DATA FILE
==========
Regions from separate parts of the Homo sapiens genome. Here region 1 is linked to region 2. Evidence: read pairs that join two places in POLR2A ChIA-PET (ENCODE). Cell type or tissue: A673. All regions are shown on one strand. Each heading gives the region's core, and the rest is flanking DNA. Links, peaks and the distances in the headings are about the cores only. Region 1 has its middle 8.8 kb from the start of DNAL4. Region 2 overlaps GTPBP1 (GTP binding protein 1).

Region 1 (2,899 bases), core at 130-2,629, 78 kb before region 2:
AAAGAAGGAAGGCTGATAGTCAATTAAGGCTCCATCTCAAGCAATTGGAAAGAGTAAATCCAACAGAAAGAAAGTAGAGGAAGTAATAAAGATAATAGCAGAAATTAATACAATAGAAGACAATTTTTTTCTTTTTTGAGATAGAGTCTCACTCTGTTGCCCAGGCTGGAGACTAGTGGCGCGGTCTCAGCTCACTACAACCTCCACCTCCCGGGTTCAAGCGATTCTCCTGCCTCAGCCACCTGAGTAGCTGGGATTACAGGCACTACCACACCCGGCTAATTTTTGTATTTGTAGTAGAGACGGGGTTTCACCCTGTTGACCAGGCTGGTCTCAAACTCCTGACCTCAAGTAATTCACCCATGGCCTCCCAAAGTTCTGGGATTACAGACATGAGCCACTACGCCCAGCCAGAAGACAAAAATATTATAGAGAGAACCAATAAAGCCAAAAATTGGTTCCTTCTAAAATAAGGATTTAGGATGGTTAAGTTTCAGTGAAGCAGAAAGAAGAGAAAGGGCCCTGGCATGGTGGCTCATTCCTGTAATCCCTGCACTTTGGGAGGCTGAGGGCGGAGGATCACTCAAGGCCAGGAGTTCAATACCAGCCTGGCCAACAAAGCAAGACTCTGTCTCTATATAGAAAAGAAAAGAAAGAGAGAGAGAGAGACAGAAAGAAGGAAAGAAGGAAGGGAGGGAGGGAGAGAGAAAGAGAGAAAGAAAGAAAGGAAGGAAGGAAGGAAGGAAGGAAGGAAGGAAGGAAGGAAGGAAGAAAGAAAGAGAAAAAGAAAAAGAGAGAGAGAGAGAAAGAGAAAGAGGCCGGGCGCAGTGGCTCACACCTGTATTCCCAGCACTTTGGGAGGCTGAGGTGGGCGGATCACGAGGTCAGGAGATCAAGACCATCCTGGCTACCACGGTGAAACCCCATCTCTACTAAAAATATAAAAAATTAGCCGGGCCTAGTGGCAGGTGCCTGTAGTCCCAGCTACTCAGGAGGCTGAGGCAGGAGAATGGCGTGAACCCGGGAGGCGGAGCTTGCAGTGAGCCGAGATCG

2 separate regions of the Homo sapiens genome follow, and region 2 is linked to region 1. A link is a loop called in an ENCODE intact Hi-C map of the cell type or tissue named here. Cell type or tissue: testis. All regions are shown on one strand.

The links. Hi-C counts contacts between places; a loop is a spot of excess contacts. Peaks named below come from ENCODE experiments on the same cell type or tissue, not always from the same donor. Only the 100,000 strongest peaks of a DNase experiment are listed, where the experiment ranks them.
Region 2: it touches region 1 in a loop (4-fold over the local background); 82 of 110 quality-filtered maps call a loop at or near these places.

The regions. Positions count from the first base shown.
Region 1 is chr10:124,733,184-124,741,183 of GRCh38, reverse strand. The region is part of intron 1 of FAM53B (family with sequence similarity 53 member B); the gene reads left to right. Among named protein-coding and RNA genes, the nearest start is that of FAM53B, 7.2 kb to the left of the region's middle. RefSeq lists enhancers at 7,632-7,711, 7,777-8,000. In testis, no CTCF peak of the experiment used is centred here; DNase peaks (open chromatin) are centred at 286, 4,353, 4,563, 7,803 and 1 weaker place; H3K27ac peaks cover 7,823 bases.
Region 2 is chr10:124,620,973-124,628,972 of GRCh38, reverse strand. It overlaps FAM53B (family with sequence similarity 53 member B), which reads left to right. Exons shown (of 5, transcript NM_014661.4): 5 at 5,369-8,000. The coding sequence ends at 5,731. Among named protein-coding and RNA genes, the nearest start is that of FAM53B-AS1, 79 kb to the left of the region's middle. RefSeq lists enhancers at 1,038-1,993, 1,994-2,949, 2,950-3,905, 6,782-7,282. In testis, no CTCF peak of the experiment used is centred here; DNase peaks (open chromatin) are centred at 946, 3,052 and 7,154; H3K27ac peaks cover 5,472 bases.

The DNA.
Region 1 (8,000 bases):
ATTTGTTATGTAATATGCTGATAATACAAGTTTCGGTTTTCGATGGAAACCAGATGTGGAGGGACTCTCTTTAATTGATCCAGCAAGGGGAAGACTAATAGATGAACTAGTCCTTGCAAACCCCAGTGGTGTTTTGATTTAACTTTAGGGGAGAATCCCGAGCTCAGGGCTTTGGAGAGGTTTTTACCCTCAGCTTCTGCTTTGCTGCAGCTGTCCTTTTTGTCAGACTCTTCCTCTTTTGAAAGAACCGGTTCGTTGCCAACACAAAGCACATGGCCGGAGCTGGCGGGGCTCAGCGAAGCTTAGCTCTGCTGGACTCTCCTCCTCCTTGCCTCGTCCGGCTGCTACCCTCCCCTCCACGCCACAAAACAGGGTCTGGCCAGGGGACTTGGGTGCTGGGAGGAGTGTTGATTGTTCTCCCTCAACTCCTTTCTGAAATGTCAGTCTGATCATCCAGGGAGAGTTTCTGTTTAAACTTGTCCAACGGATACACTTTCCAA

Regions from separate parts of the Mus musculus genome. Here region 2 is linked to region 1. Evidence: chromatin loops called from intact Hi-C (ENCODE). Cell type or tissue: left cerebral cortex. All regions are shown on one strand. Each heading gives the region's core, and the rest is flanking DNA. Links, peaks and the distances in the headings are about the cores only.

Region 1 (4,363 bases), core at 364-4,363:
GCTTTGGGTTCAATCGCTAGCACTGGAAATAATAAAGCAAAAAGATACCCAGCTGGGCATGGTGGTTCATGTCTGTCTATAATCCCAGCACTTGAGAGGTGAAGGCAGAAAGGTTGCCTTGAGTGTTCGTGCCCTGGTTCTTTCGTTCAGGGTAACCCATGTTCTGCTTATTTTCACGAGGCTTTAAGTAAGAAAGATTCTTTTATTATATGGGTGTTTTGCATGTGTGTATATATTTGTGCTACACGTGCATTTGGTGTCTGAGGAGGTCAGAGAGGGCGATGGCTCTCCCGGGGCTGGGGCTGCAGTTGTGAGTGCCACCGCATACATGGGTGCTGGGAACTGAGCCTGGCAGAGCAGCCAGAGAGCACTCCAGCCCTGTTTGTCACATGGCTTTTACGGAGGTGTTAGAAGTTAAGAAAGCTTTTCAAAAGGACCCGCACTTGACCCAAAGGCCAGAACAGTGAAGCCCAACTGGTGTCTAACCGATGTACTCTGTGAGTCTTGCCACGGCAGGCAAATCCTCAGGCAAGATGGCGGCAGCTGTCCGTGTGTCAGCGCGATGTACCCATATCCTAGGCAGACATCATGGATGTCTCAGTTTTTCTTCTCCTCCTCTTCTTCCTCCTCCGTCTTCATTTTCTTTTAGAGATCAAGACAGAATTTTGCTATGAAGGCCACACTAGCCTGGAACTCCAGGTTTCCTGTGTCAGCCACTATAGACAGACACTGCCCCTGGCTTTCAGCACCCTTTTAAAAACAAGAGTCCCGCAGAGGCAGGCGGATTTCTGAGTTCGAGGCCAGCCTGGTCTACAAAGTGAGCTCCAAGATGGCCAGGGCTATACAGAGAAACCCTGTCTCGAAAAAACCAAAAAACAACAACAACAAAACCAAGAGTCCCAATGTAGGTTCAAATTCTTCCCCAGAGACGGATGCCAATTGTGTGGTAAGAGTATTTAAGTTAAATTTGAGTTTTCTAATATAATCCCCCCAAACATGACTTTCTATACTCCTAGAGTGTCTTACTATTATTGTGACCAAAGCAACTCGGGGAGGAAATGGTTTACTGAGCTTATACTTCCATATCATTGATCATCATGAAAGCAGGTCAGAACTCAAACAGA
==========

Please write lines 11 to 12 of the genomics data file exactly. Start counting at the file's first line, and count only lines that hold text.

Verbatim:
Region 1 (8,000 bases):
ATTTGTTATGTAATATGCTGATAATACAAGTTTCGGTTTTCGATGGAAACCAGATGTGGAGGGACTCTCTTTAATTGATCCAGCAAGGGGAAGACTAATAGATGAACTAGTCCTTGCAAACCCCAGTGGTGTTTTGATTTAACTTTAGGGGAGAATCCCGAGCTCAGGGCTTTGGAGAGGTTTTTACCCTCAGCTTCTGCTTTGCTGCAGCTGTCCTTTTTGTCAGACTCTTCCTCTTTTGAAAGAACCGGTTCGTTGCCAACACAAAGCACATGGCCGGAGCTGGCGGGGCTCAGCGAAGCTTAGCTCTGCTGGACTCTCCTCCTCCTTGCCTCGTCCGGCTGCTACCCTCCCCTCCACGCCACAAAACAGGGTCTGGCCAGGGGACTTGGGTGCTGGGAGGAGTGTTGATTGTTCTCCCTCAACTCCTTTCTGAAATGTCAGTCTGATCATCCAGGGAGAGTTTCTGTTTAAACTTGTCCAACGGATACACTTTCCAA